Pokemon Could Really Use Another Whitney
I’m not one of those people who reckons Pokemon is rubbish because it’s a bit easier now. Believe it or not, Pokemon is a game that’s intended for kids. I’m 25 years old and still play regularly, but I can see that the colour and noise are tailor-made for little ones who want to catch the cutest or cruellest ‘mons around town. So no, I don’t think Pokemon should be made ultra hard – although I do reckon it’s high time we got another Whitney.
Whitney is one of the most famous gym leaders in Pokemon history. Back in the early 2000s, most people sort of automatically assumed a Normal-type trainer was going to be pretty boring, but not Whitney. Her Miltank was the bane of every child on the planet’s existence two decades ago, rinsing Rollout in order to knock the living daylights out of every Bayleef or Bellossom that went toe to toe with it. Whitney was wicked, and tempered all of our expectations to be the very best like no one ever was by exploiting our hubris and making us think tactically again. What a legend.
The thing is, Whitney wasn’t even as hard as everyone thought. You could get a Machop before battling her, which means you could have super-effectively Karate Chopped Miltank to bits. Also you could just train a bit more, or interrupt Rollout’s momentum by using status effects that nullified its consecutive use damage boost. Still, Miltank called for creativity and strategy. Whitney was a massive but surmountable difficulty spike that caused us to change how we approached the game. It’s not just “teach your starter four damage moves and use nothing else ever.” It’s, “Oh, I suppose it’s useful to have a diverse roster made up of some ‘mons who can pack a punch, as well as some others who can stop or remedy one.”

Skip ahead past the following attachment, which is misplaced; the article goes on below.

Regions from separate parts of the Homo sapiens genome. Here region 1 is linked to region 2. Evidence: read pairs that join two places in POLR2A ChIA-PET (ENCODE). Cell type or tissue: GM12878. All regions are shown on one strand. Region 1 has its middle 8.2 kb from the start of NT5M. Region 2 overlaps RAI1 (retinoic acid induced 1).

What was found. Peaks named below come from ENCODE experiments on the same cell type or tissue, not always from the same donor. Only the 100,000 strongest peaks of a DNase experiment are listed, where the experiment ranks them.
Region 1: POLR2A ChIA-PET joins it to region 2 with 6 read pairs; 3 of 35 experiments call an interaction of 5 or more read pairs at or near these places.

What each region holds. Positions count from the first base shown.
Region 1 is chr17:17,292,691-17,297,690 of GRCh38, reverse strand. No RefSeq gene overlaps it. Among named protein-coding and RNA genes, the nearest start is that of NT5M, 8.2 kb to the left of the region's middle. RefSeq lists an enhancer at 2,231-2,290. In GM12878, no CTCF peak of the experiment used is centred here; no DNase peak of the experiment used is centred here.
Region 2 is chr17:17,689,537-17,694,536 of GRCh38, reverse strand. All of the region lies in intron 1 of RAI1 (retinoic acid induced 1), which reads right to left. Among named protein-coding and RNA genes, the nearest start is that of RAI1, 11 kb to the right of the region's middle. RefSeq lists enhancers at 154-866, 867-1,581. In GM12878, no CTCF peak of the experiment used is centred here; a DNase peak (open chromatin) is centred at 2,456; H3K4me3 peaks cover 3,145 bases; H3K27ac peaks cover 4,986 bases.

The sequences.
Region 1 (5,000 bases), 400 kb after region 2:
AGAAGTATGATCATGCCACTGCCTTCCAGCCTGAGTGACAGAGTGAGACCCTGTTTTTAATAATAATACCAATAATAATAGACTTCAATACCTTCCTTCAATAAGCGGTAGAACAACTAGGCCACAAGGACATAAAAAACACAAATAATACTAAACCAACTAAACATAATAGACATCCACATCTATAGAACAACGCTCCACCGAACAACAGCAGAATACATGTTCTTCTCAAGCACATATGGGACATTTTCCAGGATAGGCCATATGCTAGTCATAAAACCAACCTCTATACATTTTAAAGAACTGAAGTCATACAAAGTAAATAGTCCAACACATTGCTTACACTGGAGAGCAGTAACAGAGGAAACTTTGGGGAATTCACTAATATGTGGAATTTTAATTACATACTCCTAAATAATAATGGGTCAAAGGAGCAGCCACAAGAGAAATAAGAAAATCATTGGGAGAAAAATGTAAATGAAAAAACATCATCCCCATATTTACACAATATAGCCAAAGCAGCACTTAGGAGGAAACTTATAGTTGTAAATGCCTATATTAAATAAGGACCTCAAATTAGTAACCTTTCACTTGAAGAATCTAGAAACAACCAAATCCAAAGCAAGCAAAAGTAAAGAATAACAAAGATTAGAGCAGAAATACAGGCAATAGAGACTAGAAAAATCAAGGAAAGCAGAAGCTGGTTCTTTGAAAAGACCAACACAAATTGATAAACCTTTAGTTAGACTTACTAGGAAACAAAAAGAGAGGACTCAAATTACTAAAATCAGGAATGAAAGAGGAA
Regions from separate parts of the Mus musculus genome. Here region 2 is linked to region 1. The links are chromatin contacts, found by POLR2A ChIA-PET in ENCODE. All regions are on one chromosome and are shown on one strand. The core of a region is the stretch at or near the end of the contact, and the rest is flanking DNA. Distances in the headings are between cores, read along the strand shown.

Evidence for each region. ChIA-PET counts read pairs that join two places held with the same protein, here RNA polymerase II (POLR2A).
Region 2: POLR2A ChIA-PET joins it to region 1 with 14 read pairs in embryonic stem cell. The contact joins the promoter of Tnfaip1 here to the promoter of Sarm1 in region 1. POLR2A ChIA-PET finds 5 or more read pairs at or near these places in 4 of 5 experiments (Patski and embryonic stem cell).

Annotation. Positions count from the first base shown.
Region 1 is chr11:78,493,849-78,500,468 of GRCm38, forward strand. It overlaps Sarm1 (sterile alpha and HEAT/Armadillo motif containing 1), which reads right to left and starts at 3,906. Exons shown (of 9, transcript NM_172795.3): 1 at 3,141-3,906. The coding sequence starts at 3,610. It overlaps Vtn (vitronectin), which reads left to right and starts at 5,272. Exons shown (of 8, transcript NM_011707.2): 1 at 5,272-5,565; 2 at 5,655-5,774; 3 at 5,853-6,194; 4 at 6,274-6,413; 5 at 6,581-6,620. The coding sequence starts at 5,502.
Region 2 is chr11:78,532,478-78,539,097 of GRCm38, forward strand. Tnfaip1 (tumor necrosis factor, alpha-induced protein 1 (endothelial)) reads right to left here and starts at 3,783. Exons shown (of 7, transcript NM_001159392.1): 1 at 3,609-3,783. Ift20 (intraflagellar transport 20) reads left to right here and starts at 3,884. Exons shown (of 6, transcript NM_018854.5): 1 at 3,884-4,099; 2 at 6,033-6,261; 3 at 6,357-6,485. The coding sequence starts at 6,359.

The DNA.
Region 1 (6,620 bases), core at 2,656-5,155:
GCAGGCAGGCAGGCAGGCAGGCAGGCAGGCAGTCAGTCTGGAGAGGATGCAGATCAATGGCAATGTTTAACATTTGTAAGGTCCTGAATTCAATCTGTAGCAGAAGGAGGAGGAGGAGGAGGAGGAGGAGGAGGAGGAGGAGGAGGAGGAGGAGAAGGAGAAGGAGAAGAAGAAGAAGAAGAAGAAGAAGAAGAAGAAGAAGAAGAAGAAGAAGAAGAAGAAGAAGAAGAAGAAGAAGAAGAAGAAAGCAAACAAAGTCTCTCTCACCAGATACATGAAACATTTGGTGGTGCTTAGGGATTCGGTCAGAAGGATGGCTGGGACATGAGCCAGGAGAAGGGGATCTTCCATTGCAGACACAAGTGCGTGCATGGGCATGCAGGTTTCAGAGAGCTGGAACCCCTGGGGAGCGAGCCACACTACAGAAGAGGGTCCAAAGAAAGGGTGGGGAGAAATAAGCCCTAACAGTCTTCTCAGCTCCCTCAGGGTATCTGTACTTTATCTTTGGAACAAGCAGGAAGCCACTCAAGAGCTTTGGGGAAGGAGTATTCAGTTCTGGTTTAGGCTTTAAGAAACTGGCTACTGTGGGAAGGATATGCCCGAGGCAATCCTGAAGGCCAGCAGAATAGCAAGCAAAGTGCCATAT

Whitney was tough, but she wasn’t unfair. Pokemon Gold & Silver gave you the tools to deal with her – you just had to find them yourself. It’s a whole different type of difficulty because it’s related entirely to context. It encourages that same sense of discovery that makes Pokemon so magic in the first place, asking you to think outside of the box so you can come up with an airtight solution for taking down an immensely annoying somersaulting cow. It’s not like in other games where difficulty is tied to making an enemy a damage sponge, or giving it an OHKO attack. It’s just a clever way of indirectly saying, “You’re having trouble? Maybe don’t try for the fourth time in a row while you’re absolutely fuming – have a look around and you’ll find there’s an easier solution.”
I really don’t like the idea of Pokemon being made super hard for no reason. I’d much prefer we continue in the direction of easier games like Let’s Go and Sword & Shield so that kids can fall in love with it today just like we did all those years ago. I wouldn’t be against a Black & White 2 optional hard mode, because we can just enable that ourselves while kids get to play against easier adversaries. It should also probably be in both new versions and available from the start if the series goes that way again, but there’s no real need for Game Freak to make Pokemon hard anyway – we have Nuzlockes for that. When I say I want another Whitney, I’m not saying I want Pokemon to become brutally difficult. I just want a gym leader who isn’t a total pushover, who makes us think and explore our environments in order to overcome the frustration of losing. And I want them to have a Pokemon based on a farm animal who has somehow managed to become more powerful than God.
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Cian Maher is the Lead Features Editor at TheGamer. He’s also had work published in The Guardian, The Washington Post, The Verge, Vice, Wired, and more. You can find him on Twitter @cianmaher0.
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